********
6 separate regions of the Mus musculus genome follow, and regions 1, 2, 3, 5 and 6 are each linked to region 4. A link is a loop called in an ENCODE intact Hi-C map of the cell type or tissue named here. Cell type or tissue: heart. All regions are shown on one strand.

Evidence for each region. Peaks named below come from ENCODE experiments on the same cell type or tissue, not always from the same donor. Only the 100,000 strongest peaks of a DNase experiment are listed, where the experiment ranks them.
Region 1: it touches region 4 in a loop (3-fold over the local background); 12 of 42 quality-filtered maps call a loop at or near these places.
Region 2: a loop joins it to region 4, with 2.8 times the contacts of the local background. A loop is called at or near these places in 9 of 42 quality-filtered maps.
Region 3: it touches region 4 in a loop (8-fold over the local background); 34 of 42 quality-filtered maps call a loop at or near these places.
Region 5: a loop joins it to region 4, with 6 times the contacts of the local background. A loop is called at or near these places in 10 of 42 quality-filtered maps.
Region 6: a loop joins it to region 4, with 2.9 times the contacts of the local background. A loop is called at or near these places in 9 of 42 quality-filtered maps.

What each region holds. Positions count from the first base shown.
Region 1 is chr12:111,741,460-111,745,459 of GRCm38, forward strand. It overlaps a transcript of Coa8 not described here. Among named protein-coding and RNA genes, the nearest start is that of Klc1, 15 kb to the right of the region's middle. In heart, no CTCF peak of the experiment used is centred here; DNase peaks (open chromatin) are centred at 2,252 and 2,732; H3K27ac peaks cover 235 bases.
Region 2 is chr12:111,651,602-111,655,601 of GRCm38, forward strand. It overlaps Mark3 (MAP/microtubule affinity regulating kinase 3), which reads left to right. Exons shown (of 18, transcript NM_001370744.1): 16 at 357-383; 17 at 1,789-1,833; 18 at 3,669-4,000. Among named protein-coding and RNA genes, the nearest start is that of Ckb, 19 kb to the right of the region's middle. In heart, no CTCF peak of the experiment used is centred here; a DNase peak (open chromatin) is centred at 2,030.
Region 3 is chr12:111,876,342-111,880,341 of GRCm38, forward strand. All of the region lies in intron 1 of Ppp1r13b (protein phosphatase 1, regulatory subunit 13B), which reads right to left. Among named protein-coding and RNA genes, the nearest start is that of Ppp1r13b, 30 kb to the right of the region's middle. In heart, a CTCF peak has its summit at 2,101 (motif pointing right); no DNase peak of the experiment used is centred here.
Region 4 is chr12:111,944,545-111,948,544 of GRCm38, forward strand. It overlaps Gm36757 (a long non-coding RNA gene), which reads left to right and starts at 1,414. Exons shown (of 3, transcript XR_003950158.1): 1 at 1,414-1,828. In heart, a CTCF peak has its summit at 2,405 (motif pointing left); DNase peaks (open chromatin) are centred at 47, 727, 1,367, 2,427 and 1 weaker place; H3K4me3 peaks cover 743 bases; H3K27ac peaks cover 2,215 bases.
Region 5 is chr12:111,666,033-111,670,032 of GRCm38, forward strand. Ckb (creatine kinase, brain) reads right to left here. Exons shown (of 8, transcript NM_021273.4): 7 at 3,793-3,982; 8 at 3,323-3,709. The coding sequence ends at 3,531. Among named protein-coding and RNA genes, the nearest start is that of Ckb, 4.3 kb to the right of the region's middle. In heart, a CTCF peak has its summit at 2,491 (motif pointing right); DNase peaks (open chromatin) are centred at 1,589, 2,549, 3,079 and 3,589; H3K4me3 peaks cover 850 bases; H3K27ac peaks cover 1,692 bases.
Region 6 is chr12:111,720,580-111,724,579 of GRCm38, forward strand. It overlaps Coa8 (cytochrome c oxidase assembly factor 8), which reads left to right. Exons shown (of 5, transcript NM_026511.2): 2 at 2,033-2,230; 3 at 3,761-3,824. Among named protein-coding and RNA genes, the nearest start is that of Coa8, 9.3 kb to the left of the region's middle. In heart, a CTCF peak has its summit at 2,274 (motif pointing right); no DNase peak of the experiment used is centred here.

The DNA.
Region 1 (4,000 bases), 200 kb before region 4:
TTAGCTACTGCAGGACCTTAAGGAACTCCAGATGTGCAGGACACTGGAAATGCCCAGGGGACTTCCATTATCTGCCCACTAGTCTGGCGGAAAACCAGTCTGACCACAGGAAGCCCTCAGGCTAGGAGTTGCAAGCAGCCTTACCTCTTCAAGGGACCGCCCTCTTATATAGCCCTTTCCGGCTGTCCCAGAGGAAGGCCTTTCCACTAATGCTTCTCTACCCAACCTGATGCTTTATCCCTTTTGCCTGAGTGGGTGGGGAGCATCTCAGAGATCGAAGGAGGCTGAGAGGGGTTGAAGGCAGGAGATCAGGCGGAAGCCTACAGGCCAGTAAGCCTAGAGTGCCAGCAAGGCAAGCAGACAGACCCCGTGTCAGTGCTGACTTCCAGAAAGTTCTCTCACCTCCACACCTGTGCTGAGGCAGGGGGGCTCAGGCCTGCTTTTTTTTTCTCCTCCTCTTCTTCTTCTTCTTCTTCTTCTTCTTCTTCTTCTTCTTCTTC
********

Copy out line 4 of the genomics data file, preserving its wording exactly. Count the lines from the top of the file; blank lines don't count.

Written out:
Region 2: a loop joins it to region 4, with 2.8 times the contacts of the local background. A loop is called at or near these places in 9 of 42 quality-filtered maps.